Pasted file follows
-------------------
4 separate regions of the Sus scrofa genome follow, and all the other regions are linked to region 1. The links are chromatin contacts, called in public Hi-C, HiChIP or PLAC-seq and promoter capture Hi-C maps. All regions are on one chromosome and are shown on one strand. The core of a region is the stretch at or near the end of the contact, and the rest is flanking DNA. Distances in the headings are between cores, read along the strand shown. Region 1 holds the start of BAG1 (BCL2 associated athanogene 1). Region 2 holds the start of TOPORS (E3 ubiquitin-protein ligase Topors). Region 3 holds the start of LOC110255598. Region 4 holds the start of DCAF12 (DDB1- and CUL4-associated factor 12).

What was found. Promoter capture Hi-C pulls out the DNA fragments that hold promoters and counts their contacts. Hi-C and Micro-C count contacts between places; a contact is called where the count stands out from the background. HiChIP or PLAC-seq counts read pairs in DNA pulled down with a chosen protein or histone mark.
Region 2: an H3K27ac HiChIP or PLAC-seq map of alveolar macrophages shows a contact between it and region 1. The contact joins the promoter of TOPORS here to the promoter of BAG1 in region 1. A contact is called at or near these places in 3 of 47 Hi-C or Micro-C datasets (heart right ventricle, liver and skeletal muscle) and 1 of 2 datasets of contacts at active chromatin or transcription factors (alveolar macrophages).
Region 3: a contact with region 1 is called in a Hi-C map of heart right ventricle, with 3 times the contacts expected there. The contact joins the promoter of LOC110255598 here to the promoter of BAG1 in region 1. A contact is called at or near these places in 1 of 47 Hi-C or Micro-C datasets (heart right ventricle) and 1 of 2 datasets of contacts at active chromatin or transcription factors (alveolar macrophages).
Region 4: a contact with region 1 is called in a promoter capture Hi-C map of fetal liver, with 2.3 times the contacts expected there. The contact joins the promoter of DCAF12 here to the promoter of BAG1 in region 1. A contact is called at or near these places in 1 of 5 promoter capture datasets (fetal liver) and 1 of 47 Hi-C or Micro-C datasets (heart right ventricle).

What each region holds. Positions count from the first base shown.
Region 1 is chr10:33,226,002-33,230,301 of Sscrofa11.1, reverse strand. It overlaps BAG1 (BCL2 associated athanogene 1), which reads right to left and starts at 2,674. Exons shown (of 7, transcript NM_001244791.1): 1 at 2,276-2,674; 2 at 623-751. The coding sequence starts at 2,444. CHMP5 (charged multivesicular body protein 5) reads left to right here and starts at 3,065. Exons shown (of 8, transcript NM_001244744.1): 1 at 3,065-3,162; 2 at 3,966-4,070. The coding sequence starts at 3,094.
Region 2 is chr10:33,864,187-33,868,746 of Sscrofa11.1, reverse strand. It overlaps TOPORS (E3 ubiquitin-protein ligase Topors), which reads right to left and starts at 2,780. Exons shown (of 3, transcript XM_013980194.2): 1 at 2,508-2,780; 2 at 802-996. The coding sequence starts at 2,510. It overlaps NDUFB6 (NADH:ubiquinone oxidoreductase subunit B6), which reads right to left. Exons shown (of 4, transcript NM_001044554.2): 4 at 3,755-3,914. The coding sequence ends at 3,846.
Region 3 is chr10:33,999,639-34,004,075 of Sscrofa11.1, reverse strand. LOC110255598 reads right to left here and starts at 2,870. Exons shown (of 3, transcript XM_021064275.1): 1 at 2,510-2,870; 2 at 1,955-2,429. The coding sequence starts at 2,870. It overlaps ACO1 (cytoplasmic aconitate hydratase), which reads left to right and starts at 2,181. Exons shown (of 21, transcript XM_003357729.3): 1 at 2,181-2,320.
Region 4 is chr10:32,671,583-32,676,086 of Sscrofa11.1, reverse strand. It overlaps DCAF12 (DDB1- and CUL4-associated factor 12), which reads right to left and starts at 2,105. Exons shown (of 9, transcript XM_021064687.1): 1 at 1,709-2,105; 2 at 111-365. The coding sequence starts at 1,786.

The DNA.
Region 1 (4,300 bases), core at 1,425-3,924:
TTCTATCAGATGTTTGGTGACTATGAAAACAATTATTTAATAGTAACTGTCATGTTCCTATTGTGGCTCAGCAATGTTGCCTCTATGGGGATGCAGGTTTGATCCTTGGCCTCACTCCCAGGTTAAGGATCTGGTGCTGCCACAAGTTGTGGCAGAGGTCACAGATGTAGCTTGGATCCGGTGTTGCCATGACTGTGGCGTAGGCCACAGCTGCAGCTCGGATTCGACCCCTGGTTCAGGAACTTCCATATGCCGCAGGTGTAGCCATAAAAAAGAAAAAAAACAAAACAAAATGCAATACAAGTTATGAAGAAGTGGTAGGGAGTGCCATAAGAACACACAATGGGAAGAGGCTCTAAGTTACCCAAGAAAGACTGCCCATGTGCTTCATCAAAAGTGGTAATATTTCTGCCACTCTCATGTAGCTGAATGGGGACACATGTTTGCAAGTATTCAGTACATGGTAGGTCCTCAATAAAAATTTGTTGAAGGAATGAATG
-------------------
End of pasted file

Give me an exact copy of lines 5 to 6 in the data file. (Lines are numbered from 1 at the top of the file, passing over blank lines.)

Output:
Region 4: a contact with region 1 is called in a promoter capture Hi-C map of fetal liver, with 2.3 times the contacts expected there. The contact joins the promoter of DCAF12 here to the promoter of BAG1 in region 1. A contact is called at or near these places in 1 of 5 promoter capture datasets (fetal liver) and 1 of 47 Hi-C or Micro-C datasets (heart right ventricle).

What each region holds. Positions count from the first base shown.